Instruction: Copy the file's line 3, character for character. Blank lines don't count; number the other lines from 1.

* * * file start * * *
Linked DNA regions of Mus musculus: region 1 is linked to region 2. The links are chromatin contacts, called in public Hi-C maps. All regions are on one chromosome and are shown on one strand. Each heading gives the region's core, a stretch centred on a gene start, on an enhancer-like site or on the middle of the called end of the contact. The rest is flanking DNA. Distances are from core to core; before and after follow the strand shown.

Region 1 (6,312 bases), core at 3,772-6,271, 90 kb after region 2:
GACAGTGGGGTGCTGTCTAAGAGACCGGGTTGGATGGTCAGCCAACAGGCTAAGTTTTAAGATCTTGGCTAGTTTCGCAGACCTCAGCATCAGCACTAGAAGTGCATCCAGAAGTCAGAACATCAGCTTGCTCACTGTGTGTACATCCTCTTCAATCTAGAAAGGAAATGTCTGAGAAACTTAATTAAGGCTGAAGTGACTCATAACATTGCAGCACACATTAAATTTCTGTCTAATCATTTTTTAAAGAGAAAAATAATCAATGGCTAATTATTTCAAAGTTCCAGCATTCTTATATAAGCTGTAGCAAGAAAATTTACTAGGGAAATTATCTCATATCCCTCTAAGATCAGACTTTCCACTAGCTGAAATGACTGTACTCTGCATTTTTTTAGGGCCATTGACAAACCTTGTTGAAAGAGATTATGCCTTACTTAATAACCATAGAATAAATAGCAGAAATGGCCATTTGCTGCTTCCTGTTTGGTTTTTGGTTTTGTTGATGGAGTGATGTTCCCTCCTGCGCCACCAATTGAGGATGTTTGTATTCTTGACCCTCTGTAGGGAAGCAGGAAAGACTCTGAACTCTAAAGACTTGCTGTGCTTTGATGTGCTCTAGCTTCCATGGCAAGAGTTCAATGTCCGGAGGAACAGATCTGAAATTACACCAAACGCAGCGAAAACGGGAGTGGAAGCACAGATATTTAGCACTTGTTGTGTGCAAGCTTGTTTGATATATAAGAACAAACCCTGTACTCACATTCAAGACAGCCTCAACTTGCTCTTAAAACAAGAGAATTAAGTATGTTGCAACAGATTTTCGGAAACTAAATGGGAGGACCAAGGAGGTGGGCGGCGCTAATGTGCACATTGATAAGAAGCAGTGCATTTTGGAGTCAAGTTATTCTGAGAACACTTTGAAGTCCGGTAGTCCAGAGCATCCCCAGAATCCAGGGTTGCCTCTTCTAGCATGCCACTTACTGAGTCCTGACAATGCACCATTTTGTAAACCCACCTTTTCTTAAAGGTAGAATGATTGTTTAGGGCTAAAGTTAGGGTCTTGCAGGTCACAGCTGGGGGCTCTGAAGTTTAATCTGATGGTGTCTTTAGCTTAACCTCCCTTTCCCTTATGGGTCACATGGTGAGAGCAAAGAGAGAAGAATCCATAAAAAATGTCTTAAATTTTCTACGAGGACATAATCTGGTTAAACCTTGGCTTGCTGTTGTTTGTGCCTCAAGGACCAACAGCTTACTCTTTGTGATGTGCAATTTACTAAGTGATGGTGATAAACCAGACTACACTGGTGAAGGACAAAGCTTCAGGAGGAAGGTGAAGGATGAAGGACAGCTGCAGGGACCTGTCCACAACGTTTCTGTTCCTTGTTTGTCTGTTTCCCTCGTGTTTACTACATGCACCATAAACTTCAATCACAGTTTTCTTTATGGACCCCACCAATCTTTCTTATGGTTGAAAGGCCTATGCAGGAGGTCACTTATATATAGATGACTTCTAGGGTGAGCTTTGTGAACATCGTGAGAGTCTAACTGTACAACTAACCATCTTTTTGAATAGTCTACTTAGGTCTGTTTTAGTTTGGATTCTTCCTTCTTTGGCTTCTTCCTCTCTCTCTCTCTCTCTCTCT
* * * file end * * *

GACAGTGGGGTGCTGTCTAAGAGACCGGGTTGGATGGTCAGCCAACAGGCTAAGTTTTAAGATCTTGGCTAGTTTCGCAGACCTCAGCATCAGCACTAGAAGTGCATCCAGAAGTCAGAACATCAGCTTGCTCACTGTGTGTACATCCTCTTCAATCTAGAAAGGAAATGTCTGAGAAACTTAATTAAGGCTGAAGTGACTCATAACATTGCAGCACACATTAAATTTCTGTCTAATCATTTTTTAAAGAGAAAAATAATCAATGGCTAATTATTTCAAAGTTCCAGCATTCTTATATAAGCTGTAGCAAGAAAATTTACTAGGGAAATTATCTCATATCCCTCTAAGATCAGACTTTCCACTAGCTGAAATGACTGTACTCTGCATTTTTTTAGGGCCATTGACAAACCTTGTTGAAAGAGATTATGCCTTACTTAATAACCATAGAATAAATAGCAGAAATGGCCATTTGCTGCTTCCTGTTTGGTTTTTGGTTTTGTTGATGGAGTGATGTTCCCTCCTGCGCCACCAATTGAGGATGTTTGTATTCTTGACCCTCTGTAGGGAAGCAGGAAAGACTCTGAACTCTAAAGACTTGCTGTGCTTTGATGTGCTCTAGCTTCCATGGCAAGAGTTCAATGTCCGGAGGAACAGATCTGAAATTACACCAAACGCAGCGAAAACGGGAGTGGAAGCACAGATATTTAGCACTTGTTGTGTGCAAGCTTGTTTGATATATAAGAACAAACCCTGTACTCACATTCAAGACAGCCTCAACTTGCTCTTAAAACAAGAGAATTAAGTATGTTGCAACAGATTTTCGGAAACTAAATGGGAGGACCAAGGAGGTGGGCGGCGCTAATGTGCACATTGATAAGAAGCAGTGCATTTTGGAGTCAAGTTATTCTGAGAACACTTTGAAGTCCGGTAGTCCAGAGCATCCCCAGAATCCAGGGTTGCCTCTTCTAGCATGCCACTTACTGAGTCCTGACAATGCACCATTTTGTAAACCCACCTTTTCTTAAAGGTAGAATGATTGTTTAGGGCTAAAGTTAGGGTCTTGCAGGTCACAGCTGGGGGCTCTGAAGTTTAATCTGATGGTGTCTTTAGCTTAACCTCCCTTTCCCTTATGGGTCACATGGTGAGAGCAAAGAGAGAAGAATCCATAAAAAATGTCTTAAATTTTCTACGAGGACATAATCTGGTTAAACCTTGGCTTGCTGTTGTTTGTGCCTCAAGGACCAACAGCTTACTCTTTGTGATGTGCAATTTACTAAGTGATGGTGATAAACCAGACTACACTGGTGAAGGACAAAGCTTCAGGAGGAAGGTGAAGGATGAAGGACAGCTGCAGGGACCTGTCCACAACGTTTCTGTTCCTTGTTTGTCTGTTTCCCTCGTGTTTACTACATGCACCATAAACTTCAATCACAGTTTTCTTTATGGACCCCACCAATCTTTCTTATGGTTGAAAGGCCTATGCAGGAGGTCACTTATATATAGATGACTTCTAGGGTGAGCTTTGTGAACATCGTGAGAGTCTAACTGTACAACTAACCATCTTTTTGAATAGTCTACTTAGGTCTGTTTTAGTTTGGATTCTTCCTTCTTTGGCTTCTTCCTCTCTCTCTCTCTCTCTCTCT